2020 Coalition

The Peace Ribbon 2020

The Pax Christi USA Peace Ribbon Coalition is comprised of individuals and peace and justice organizations combining efforts to commemorate the 75th Anniversary of the bombings of Hiroshima and Nagasaki through active nonviolent engagement of The Peace Ribbon initiative founded by Justine Merritt in 1982.

Pax Christi USA members promote nuclear, conventional and domestic disarmament, an end to the international arms trade, economic conversion to a non-military economy, conscientious objection, and nonviolent alternatives to war. Pax Christi USA promotes the just reconciliation of enemies through the United Nations and other channels.

Peace Ribbon 2020 Coalition

Jean Athey – Maryland Peace Action | Andrea Norouzi – Frederick Friends Meeting, The Ribbon Washington, D.C., & Prevent Nuclear War Maryland | Marie Dennis – Catholic Nonviolence Initiative & Pax Christi International | Veronica Fellerath-Lowell – Pax Christi USA & Pax Christi-St. John the Baptist, Silver Spring, MD | Kurt Hansen – Pax Christi Metro DC-Baltimore | Karen Levad – The Ribbon Minnesota | Mary Liepold, PhD. – Pax Christi Metro DC-Baltimore & Little Friends for Peace | Marie Lucey, OSF – Franciscan Action Network | M.J. Parks – Little Friends for Peace | Melvin Hardy – PeaceAction, Hiroshima Nagasaki Peace Committee of the National Capitol Area & Hiroshima Children’s Drawings | Dianna Ortiz, OSU – Pax Christi USA


Seventy-five years ago, then President Truman made the decision to deploy the world’s first weapon of mass destruction on two major Japanese cities, Hiroshima and Nagasaki. Truman’s nuclear assault would be recorded as the most immoral and barbaric acts of war ever perpetrated in human history. On the clear morning of August 6, 1945 at 8:15 am Japanese time, the U.S. bomber Enola Gay dropped the uranium bomb code-named “Little Boy” over Hiroshima. The devastation was unlike anything the world had ever seen. The blast, equivalent to 15,000 tons of TNT, pulverized all living things—humans, animals and foliage were scorched to death by the heat generated by the explosion. In a single day, some 70,000 people perished and by December 1945, the death toll in Hiroshima rose to 140,000.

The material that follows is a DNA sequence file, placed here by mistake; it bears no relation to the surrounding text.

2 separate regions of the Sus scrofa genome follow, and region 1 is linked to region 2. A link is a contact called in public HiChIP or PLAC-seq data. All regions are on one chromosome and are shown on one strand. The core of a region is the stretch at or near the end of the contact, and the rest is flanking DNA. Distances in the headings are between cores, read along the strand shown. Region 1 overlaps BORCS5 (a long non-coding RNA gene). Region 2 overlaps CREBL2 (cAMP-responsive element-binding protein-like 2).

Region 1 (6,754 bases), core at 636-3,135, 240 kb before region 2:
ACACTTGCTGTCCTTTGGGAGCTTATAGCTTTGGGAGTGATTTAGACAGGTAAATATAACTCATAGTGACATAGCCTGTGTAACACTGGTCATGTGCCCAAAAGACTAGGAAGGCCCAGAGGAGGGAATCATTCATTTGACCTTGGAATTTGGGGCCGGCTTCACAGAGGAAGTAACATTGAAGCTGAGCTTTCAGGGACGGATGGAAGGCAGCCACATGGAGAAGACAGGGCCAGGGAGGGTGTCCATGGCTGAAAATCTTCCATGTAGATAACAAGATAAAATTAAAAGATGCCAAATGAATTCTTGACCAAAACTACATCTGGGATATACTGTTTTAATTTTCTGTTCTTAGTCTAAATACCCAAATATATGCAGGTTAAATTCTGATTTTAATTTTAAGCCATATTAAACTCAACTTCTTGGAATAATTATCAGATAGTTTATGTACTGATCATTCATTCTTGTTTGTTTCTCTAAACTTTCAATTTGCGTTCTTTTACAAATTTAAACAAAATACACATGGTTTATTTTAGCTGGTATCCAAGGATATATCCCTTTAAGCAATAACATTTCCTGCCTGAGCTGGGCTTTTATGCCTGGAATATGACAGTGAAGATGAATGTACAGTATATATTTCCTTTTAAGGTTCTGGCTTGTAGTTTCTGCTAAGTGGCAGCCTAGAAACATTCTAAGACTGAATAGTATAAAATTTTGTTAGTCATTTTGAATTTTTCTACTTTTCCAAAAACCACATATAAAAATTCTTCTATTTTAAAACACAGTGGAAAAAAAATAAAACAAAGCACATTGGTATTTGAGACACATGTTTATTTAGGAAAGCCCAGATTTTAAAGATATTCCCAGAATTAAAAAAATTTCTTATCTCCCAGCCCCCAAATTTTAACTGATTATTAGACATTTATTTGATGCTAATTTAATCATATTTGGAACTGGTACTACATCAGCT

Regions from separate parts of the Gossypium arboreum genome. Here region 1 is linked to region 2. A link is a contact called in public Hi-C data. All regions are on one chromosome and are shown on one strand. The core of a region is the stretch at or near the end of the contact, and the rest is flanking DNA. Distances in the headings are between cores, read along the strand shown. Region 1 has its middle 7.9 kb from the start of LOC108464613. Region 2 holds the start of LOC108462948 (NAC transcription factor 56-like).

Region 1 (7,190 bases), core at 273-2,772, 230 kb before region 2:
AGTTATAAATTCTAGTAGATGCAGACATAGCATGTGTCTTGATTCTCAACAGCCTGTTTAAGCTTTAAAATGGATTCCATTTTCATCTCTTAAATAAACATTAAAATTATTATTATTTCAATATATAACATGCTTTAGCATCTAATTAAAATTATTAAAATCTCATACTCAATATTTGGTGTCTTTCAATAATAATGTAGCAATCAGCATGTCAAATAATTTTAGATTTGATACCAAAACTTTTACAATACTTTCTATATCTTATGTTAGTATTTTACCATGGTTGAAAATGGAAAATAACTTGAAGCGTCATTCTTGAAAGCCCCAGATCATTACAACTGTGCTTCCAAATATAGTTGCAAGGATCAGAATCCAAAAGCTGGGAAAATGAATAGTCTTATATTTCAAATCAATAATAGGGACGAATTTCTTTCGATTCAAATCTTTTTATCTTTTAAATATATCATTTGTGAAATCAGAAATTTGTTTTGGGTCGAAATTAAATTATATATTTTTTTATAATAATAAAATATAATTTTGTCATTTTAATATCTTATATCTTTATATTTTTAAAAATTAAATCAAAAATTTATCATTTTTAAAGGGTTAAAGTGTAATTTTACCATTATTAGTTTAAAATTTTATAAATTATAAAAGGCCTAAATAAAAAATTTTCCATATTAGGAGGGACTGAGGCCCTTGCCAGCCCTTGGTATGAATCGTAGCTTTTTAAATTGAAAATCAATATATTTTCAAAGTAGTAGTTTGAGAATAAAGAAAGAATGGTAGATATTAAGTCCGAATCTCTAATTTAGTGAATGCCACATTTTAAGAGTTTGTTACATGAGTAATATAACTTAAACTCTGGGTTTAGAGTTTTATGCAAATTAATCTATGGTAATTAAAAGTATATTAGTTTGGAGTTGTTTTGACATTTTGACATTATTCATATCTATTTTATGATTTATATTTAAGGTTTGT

A mere three days later, on August 9, 11:02 am Japanese time, similar scenes of death and anguish unfolded. A second atomic bomb dubbed “Fat Boy,” plunged into the city of Nagasaki, instantly killing 40,000 Japanese citizens. By the end of 1945, the final death toll in Nagasaki reached 74,000. The explosion unleashed the equivalent force of 22,000 tons of TNT—black rain poured down in torrents upon the entire city of Nagasaki and her inhabitants. By the end of 1945, more than 210,000 people died instantly and others were maimed for life. In years that would follow many would face life-threatening chronic illnesses caused by over exposure to radiation. Seventy-five years later, the effects are still being felt today. 1

Seventy-five years later, the nuclear attack on Hiroshima and Nagasaki still leaves behind an indelible stain on the conscience of America. Year after year, we pause to remember the countless lives lost and the Hibakusha and communities who suffered from the atomic attacks. Remembering is not enough—and it will not atone for the iniquities of our past leaders. In his 2009 Prague address, former President Obama affirmed, “…because of its central role in nuclear weapons development, the United States has a ‘moral responsibility’ to lead global efforts seeking ‘the peace and security of a world without nuclear weapons.’” 2 A great responsibility falls upon the shoulders of today’s and tomorrow’s generations—a global abolition of nuclear weapons.

1 “Harry Truman Administration: Message To Congress On The Atomic Bomb,” October 3, 1945 at https://bit.ly/2Bei721.
2 “Remarks By President Barack Obama In Prague As Delivered,” April 5, 2009 at https://bit.ly/2BX8hRR.